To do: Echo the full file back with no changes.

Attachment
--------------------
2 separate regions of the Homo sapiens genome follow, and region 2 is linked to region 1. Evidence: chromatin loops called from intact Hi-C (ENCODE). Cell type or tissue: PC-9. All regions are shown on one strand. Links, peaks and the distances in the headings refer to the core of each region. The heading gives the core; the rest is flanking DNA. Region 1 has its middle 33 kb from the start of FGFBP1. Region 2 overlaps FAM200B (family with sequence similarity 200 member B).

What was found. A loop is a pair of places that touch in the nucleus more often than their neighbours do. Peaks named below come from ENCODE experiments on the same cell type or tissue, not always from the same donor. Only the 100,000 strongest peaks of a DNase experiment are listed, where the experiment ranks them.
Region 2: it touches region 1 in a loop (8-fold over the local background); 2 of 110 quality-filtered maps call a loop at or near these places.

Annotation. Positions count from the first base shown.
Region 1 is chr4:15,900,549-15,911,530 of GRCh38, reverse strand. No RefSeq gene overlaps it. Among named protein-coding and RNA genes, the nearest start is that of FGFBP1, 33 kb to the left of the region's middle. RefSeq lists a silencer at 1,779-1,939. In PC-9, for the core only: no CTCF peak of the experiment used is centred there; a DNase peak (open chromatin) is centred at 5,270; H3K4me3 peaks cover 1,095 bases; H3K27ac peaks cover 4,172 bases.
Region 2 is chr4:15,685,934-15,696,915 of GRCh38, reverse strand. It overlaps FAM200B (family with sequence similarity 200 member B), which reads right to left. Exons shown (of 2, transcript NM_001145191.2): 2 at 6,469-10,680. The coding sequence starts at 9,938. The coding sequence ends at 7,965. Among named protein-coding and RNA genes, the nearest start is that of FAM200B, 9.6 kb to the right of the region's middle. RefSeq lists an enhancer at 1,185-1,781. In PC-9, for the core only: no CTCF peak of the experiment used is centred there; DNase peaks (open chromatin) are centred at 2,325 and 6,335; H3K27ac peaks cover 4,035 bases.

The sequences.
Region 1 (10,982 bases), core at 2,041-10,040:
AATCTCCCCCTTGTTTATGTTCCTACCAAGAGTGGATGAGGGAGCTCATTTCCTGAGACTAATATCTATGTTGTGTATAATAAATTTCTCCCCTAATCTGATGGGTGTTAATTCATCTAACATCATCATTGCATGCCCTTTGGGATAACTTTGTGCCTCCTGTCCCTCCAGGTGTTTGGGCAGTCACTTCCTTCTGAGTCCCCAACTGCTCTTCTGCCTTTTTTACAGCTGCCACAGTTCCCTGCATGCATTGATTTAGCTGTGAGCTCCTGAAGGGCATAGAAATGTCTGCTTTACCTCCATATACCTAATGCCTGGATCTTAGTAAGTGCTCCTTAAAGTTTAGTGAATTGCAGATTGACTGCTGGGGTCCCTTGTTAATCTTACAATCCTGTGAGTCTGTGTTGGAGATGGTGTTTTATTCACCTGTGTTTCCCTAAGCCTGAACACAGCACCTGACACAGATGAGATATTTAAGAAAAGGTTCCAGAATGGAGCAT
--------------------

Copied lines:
2 separate regions of the Homo sapiens genome follow, and region 2 is linked to region 1. Evidence: chromatin loops called from intact Hi-C (ENCODE). Cell type or tissue: PC-9. All regions are shown on one strand. Links, peaks and the distances in the headings refer to the core of each region. The heading gives the core; the rest is flanking DNA. Region 1 has its middle 33 kb from the start of FGFBP1. Region 2 overlaps FAM200B (family with sequence similarity 200 member B).

What was found. A loop is a pair of places that touch in the nucleus more often than their neighbours do. Peaks named below come from ENCODE experiments on the same cell type or tissue, not always from the same donor. Only the 100,000 strongest peaks of a DNase experiment are listed, where the experiment ranks them.
Region 2: it touches region 1 in a loop (8-fold over the local background); 2 of 110 quality-filtered maps call a loop at or near these places.

Annotation. Positions count from the first base shown.
Region 1 is chr4:15,900,549-15,911,530 of GRCh38, reverse strand. No RefSeq gene overlaps it. Among named protein-coding and RNA genes, the nearest start is that of FGFBP1, 33 kb to the left of the region's middle. RefSeq lists a silencer at 1,779-1,939. In PC-9, for the core only: no CTCF peak of the experiment used is centred there; a DNase peak (open chromatin) is centred at 5,270; H3K4me3 peaks cover 1,095 bases; H3K27ac peaks cover 4,172 bases.
Region 2 is chr4:15,685,934-15,696,915 of GRCh38, reverse strand. It overlaps FAM200B (family with sequence similarity 200 member B), which reads right to left. Exons shown (of 2, transcript NM_001145191.2): 2 at 6,469-10,680. The coding sequence starts at 9,938. The coding sequence ends at 7,965. Among named protein-coding and RNA genes, the nearest start is that of FAM200B, 9.6 kb to the right of the region's middle. RefSeq lists an enhancer at 1,185-1,781. In PC-9, for the core only: no CTCF peak of the experiment used is centred there; DNase peaks (open chromatin) are centred at 2,325 and 6,335; H3K27ac peaks cover 4,035 bases.

The sequences.
Region 1 (10,982 bases), core at 2,041-10,040:
AATCTCCCCCTTGTTTATGTTCCTACCAAGAGTGGATGAGGGAGCTCATTTCCTGAGACTAATATCTATGTTGTGTATAATAAATTTCTCCCCTAATCTGATGGGTGTTAATTCATCTAACATCATCATTGCATGCCCTTTGGGATAACTTTGTGCCTCCTGTCCCTCCAGGTGTTTGGGCAGTCACTTCCTTCTGAGTCCCCAACTGCTCTTCTGCCTTTTTTACAGCTGCCACAGTTCCCTGCATGCATTGATTTAGCTGTGAGCTCCTGAAGGGCATAGAAATGTCTGCTTTACCTCCATATACCTAATGCCTGGATCTTAGTAAGTGCTCCTTAAAGTTTAGTGAATTGCAGATTGACTGCTGGGGTCCCTTGTTAATCTTACAATCCTGTGAGTCTGTGTTGGAGATGGTGTTTTATTCACCTGTGTTTCCCTAAGCCTGAACACAGCACCTGACACAGATGAGATATTTAAGAAAAGGTTCCAGAATGGAGCAT